One of the things that has been obvious about COVID-19 from the start has been that it is very well adapted to humans. It has evolved a good entry system to the human airways, is often has mild symptoms, has a long pre-symptomatic infectious period, and doesn’t kill many of its hosts.
These are very good characteristics for a virus evolved to get hosts to make more copies of it’s genetic code. It gets to spread before people are aware that they have it. It didn’t cause too much alarm during its initial spread because most of its hosts got something that was like a mild flu.
By contrast, its close cousin the SARS virus wasn’t well adapted to humans. At the time it becomes infectious in a human host, the human host is aware of it. They’re running a temperature, have chills, muscle aches, headache sneezing, coughing and feeling quite sick. Those are the very things that induce people to go to doctors and hospitals. Which in turn cause our social systems to report and start to contain the disease.
Consequently SARS got identified early before it spread widely through urban populations. With its early fever aspect it was easy to test for. Elevated temperatures provided a efficient way for human societies to isolate hosts and to prevent the replication and spread of the SARS genetic code. Consequently it is effectively extinct in urban human populations
But that same subtlety of its operation has always implied that COVID-19 has been circulating in a human population for some time to evolve those characteristics. The question has where that population is?
There is a nice (but pay walled) article in the Economist that looks at this.
One of the great questions of the past six months is where sars–cov-2, the virus that causes covid-19, came from. It is thought the answer involves bats, because they harbour a variety of sars-like viruses. Yunnan, one of China’s southernmost provinces, has drawn the attention of virus hunters, as the closest-known relatives of sars–cov-2 are found there. But some think the origins of the virus are not to be found in China at all, but rather just across the border in Myanmar, Laos or Vietnam.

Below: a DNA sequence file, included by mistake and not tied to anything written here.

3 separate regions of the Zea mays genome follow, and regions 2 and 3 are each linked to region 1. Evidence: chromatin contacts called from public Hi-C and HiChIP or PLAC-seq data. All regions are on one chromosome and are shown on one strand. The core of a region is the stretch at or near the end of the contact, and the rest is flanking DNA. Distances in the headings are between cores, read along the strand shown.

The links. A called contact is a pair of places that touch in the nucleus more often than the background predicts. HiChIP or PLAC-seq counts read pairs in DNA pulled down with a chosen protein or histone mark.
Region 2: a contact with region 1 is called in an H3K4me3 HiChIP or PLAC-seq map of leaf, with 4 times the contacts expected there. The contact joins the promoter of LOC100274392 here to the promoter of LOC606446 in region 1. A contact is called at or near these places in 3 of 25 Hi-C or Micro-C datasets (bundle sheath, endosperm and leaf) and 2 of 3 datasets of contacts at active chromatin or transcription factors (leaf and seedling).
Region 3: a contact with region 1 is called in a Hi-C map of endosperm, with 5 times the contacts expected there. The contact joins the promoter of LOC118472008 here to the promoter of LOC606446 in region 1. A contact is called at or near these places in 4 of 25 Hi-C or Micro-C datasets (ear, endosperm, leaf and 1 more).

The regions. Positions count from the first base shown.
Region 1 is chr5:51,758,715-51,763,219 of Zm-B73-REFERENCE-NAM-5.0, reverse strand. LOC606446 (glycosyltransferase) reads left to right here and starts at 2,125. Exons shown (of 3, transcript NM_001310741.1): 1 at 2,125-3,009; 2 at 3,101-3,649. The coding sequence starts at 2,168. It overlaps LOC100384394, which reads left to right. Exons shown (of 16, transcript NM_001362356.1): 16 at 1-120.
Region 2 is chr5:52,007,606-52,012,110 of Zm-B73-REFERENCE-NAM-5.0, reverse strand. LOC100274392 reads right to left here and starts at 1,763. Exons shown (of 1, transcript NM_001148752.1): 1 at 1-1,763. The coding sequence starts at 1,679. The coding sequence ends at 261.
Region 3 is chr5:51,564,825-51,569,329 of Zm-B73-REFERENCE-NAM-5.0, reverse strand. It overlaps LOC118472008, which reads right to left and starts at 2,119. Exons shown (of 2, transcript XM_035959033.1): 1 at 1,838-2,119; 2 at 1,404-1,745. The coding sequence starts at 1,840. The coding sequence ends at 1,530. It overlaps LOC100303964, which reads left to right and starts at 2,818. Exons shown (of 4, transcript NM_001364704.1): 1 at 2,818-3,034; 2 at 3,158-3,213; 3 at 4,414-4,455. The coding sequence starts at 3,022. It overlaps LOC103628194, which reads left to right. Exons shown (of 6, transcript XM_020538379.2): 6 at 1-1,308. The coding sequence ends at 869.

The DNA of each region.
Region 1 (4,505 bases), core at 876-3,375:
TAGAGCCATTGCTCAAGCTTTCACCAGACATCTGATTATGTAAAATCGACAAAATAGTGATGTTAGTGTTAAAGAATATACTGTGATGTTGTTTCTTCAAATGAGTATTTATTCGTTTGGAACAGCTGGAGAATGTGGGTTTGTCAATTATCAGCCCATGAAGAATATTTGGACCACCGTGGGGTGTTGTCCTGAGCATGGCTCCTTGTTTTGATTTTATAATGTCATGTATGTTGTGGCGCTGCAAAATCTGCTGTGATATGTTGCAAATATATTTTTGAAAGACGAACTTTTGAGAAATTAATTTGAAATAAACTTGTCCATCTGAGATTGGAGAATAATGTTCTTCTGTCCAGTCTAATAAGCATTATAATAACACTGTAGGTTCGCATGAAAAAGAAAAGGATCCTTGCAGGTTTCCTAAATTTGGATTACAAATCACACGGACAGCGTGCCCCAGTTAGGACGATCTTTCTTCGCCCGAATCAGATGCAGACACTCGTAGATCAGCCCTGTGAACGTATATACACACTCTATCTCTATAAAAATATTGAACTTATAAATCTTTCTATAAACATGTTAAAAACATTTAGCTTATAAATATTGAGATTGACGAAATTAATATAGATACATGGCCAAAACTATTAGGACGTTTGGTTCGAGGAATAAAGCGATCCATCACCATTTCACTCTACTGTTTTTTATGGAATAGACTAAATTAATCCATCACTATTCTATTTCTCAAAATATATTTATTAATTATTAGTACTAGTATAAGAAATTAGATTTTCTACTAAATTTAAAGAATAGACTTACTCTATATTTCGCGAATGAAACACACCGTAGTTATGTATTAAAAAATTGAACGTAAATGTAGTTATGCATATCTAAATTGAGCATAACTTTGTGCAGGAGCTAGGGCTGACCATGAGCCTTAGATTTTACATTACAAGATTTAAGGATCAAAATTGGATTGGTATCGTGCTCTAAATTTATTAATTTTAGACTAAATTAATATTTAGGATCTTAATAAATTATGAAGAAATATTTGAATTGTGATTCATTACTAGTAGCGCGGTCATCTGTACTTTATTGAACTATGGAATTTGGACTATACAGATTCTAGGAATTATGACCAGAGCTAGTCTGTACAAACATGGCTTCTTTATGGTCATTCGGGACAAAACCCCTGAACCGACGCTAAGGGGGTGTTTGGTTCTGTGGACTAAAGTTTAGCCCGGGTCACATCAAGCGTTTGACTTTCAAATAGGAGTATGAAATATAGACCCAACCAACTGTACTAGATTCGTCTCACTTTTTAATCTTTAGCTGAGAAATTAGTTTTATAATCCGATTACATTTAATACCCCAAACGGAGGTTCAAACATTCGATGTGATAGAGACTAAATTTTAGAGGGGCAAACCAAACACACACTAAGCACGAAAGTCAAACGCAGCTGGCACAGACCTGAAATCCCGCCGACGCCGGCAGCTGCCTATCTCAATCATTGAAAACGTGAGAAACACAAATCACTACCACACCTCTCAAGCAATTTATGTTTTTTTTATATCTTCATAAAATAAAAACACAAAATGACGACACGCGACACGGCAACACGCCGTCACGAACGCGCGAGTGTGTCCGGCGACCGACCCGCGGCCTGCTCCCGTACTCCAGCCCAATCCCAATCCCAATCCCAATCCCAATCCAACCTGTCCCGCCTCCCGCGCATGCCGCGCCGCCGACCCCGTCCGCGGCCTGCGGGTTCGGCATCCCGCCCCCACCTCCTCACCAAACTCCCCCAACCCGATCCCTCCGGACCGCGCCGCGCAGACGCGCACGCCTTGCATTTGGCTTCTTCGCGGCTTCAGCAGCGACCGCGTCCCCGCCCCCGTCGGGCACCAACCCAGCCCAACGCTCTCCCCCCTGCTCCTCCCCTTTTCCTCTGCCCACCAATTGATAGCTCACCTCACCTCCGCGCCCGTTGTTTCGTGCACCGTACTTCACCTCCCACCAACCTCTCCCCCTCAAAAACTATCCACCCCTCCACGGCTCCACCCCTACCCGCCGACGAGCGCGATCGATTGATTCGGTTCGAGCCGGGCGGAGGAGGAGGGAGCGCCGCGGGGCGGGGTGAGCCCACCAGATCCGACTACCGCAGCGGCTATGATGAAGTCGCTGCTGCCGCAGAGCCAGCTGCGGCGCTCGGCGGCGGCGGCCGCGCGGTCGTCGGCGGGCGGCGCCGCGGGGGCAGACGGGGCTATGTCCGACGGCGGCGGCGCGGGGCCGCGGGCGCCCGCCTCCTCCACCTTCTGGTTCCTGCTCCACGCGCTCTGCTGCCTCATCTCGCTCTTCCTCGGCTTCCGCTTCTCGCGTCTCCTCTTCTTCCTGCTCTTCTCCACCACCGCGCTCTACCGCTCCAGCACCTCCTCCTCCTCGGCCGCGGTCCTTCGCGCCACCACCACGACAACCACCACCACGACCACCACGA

This is the hunch of Peter Daszak, head of EcoHealth Alliance, an organisation which researches animals that harbour diseases that move into people. Since the outbreak, in 2003, of the original sars (now known as sars–cov), scientists have paid close attention to coronaviruses. Dr Daszak says that around 16,000 bats have been sampled and around 100 new sars-like viruses discovered. In particular, some bats found in China are now known to harbour coronaviruses that seem pre-adapted to infect people. The chiropteran hosts of these viruses have versions of a protein called ace2 that closely resemble the equivalent in people. This molecule is used by sars-like viruses as a point of entry into a cell.
That such virological diversity has so far been found only in China is because few people have looked at bats in countries on the other side of the border. Yet these places are likely to be an evolutionary hotspot for coronaviruses—one that mirrors bat diversity (see map). The horseshoe bats in Yunnan which harbour close relatives of sars–cov-2 are found across the region. Other countries are thus likely to have bats with similar viral building blocks. Dr Daszak believes it is “quite likely that bats in Myanmar, Laos and Vietnam carry similar sars-related coronaviruses, maybe a huge diversity of them, and that some of them could be close to sars–cov-2”.Economist: “SARS-CoV-2 will look beyond China“
One of the strong supporting arguments to support this has been the very low rates of infection in Vietnam (412 confirmed cases) and Cambodia (198 confirmed cases). Relative to the population levels of 95+ million and 16+ million respectively, these have been extraordinarily low.
Both states are authoritarian and, especially in the case of Vietnam, have been intensely proactive with dealing with COVID-19. While there don’t appear to have been any excessive mortality level studies on these states, there also haven’t been evidence of hiding of cases either.
Vietnam is an authoritarian, one-party state which is notoriously secretive about sharing information.
But most experts believe Vietnamese authorities are being honest about coronavirus statistics.
Huong Le Thu, an analyst at the Australian Strategic Policy Institute, told the ABC that given international organisations, foreign epidemiologists and even Australia’s ambassador to Hanoi have expressed confidence in the data, she had “no reason” to doubt the figures.